SACRAMENTO, CA – Assembly Bill 32, authored by Assemblymember Cecilia Aguiar-Curry (D-Winters) and Assemblymember Robert Rivas (D-Hollister), to expand virtual health services, known as “Telehealth” passed its first significant hurdle on Tuesday receiving a bipartisan, 13-0 vote in the Assembly Health Committee.
AB 32 seeks to make current, more flexible rules for the use and reimbursement of telehealth services permanent under state law. Telehealth modalities, like phone and video calls, and remote enrollment in state health programs have been critical in providing health care during COVID-19. This bill ensures telehealth can continue, increasing access to health care services for all Californians, including the state’s most vulnerable families and Medi-Cal beneficiaries.
“I’ve worked for years with the California Telehealth Coalition to provide telehealth as a tool for Californians to access health services, especially those with work, child care, or mobility barriers, and those in communities without access to health professionals,” said Assemblymember Aguiar-Curry in presenting her AB 32 to the Assembly Health Committee. “It took a global health crisis for much of the nation to recognize that telehealth offered a way to ensure our most vulnerable communities had access to care. But, the tragedy of the COVID outbreak created a bridge to expand telehealth access in more normal times, and a path to healthier lives for all Californians. AB 32 makes telehealth access permanent, so this opportunity doesn’t go away with the pandemic.”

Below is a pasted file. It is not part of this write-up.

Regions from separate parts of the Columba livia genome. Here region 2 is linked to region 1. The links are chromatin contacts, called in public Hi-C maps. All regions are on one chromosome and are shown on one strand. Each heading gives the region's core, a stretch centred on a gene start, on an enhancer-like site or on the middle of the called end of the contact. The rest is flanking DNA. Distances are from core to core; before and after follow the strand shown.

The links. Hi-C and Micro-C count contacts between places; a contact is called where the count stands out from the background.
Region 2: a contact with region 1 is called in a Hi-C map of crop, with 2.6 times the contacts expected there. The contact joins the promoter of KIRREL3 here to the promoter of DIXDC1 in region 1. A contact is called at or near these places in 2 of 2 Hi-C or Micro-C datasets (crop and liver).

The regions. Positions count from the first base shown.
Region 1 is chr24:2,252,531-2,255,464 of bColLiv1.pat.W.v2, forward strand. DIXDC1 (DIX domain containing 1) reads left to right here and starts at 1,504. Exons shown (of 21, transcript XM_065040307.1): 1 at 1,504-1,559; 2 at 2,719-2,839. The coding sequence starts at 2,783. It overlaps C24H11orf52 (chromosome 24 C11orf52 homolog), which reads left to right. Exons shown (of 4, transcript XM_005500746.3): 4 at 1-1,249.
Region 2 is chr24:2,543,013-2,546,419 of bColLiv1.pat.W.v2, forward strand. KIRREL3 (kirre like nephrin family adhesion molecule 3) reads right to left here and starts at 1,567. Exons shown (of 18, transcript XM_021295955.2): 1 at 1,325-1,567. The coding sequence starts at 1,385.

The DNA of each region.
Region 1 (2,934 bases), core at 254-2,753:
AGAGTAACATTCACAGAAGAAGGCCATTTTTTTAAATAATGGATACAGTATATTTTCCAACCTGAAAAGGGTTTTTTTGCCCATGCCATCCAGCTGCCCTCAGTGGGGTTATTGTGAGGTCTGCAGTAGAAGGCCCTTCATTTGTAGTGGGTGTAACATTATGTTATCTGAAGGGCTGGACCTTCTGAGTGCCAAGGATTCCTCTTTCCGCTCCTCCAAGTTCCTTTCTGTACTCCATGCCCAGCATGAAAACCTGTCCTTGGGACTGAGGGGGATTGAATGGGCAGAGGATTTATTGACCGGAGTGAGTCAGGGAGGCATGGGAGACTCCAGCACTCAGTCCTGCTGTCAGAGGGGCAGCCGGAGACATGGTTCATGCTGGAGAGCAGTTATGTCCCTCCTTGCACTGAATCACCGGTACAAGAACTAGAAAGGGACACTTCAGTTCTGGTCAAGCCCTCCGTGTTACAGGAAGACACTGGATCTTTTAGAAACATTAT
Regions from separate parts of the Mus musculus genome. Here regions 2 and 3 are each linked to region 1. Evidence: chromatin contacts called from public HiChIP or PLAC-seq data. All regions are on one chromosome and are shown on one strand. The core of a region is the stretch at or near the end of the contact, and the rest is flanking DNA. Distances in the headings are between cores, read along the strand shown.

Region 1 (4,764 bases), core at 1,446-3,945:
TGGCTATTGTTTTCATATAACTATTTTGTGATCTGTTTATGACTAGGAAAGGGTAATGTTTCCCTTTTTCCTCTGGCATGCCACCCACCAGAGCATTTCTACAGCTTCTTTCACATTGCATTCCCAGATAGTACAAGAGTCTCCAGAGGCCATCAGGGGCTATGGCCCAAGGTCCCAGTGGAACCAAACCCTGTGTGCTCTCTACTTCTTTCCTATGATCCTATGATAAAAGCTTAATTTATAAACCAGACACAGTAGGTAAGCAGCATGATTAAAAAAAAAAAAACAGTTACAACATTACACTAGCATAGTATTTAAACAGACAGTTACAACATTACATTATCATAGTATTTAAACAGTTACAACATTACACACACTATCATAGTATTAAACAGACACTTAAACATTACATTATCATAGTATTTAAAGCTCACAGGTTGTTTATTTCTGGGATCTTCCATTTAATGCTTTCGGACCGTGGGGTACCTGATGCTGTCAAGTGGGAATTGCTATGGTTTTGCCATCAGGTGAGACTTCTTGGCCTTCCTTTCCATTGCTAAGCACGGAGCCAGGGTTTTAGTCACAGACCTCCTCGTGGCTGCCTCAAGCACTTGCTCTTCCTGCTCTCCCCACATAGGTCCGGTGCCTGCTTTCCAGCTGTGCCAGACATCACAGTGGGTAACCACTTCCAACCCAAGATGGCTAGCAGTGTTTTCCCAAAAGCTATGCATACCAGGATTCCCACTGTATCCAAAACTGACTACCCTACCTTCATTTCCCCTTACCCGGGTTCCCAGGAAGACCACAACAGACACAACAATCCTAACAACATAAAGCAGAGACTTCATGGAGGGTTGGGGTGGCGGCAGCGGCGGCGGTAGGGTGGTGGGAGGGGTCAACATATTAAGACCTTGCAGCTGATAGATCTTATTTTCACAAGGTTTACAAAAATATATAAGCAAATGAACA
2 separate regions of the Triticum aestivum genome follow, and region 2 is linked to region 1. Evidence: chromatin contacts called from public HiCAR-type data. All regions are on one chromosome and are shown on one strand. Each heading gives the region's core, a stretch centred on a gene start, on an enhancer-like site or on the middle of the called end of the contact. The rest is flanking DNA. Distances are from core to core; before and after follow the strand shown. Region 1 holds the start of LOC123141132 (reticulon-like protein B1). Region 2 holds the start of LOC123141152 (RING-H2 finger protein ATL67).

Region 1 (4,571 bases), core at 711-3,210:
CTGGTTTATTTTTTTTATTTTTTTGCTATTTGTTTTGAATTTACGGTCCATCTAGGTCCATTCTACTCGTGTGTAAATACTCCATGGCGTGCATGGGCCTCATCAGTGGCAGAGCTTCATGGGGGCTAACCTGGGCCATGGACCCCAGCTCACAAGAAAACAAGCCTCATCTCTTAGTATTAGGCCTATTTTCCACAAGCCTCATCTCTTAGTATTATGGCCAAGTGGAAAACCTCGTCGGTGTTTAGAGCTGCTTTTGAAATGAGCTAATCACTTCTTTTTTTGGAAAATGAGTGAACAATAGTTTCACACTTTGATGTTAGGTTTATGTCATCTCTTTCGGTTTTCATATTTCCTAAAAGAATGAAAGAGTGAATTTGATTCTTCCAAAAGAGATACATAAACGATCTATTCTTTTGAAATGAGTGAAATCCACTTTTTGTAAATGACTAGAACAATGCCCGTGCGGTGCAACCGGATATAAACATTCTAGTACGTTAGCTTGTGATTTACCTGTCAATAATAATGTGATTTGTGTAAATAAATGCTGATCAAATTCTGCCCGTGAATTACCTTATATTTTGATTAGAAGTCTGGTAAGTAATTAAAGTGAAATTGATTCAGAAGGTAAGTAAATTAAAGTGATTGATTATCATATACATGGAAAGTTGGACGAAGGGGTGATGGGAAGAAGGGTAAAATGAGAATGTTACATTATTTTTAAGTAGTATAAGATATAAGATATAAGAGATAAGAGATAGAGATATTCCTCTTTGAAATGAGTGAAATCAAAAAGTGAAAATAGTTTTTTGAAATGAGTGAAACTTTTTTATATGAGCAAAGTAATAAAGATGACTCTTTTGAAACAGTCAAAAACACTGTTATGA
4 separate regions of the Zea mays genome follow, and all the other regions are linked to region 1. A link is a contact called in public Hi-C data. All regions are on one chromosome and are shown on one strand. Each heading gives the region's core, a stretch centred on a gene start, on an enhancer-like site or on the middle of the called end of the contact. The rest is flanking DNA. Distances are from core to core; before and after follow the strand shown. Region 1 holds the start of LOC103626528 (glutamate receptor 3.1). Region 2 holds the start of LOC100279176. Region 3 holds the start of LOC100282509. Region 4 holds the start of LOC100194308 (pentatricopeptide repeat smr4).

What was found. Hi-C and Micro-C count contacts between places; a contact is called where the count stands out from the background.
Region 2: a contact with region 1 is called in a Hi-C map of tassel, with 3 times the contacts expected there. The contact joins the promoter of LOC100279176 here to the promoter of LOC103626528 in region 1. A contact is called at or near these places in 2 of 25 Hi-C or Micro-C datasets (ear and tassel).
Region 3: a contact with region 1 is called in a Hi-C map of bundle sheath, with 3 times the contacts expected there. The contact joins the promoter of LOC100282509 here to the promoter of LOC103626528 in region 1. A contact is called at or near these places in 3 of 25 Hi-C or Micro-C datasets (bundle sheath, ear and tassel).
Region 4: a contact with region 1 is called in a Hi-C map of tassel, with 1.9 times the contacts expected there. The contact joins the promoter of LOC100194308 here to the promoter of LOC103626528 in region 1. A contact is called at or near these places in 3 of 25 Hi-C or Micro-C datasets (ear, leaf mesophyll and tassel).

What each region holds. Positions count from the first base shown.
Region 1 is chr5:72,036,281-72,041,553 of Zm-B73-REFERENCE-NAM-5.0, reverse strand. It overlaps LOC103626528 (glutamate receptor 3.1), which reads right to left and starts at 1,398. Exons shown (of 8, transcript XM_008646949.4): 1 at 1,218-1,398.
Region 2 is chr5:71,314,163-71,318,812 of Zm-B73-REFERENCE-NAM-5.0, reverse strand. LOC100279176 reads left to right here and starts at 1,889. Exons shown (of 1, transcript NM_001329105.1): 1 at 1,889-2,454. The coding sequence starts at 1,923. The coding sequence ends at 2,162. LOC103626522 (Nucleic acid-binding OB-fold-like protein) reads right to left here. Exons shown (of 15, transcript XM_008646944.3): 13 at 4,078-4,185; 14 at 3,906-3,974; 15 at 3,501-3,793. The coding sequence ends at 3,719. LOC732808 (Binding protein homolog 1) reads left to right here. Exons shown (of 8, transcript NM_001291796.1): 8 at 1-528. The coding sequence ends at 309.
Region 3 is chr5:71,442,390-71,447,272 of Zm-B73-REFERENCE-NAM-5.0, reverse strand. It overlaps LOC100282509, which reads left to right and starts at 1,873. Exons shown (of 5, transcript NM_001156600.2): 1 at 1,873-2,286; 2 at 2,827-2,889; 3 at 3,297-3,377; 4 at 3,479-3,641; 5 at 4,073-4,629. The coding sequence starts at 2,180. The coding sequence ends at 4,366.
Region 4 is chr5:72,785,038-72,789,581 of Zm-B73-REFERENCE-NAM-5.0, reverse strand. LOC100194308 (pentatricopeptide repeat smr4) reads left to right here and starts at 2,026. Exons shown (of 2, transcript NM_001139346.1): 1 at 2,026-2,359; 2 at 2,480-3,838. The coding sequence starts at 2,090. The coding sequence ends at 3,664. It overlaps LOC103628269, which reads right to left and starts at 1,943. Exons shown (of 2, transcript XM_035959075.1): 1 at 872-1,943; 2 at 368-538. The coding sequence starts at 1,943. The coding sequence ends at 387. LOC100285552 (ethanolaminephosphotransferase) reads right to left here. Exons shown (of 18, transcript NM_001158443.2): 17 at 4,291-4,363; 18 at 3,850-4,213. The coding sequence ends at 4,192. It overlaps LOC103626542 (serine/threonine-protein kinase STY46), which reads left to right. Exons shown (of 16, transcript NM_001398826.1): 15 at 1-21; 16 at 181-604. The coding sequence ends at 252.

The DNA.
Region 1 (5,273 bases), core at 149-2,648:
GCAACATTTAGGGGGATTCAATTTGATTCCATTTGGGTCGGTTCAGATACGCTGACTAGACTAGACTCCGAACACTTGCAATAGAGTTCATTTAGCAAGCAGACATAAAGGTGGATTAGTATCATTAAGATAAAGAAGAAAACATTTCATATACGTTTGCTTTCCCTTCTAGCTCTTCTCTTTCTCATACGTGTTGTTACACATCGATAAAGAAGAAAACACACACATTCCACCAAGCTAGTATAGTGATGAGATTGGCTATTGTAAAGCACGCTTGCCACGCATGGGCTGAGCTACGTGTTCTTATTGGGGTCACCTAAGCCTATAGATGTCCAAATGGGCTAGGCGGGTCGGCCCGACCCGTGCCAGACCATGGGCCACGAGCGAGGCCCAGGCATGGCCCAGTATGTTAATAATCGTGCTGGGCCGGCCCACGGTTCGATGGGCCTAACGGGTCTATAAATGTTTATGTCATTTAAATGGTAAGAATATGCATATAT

Under the bill, virtual health services would be available to all patients, no matter their background. These essential health care services include primary care, specialty services, sexual and reproductive health care services, dental care, behavioral health services and more. If passed, AB 32 will increase accessibility and decrease barriers, it will be a crucial component as we continue to navigate through this pandemic.
"This pandemic has highlighted how instrumental online medical care is to the health and wellbeing of Californians," said Assemblymember. Rivas, joint author of AB 32. "Telehealth will be here long after COVID-19 is gone, and we need to ensure that every Californian has access to receive this type of care. I want to thank Assemblymember Aguiar-Curry for leading on this effort.”
“Telehealth has propelled the health care delivery system forward in how technology is being used for sexual and reproductive health care. AB32 will provide for continued equal access – no matter your insurance type, race, income, or zip code,” said Jodi Hicks, CEO/President of Planned Parenthood Affiliates of California.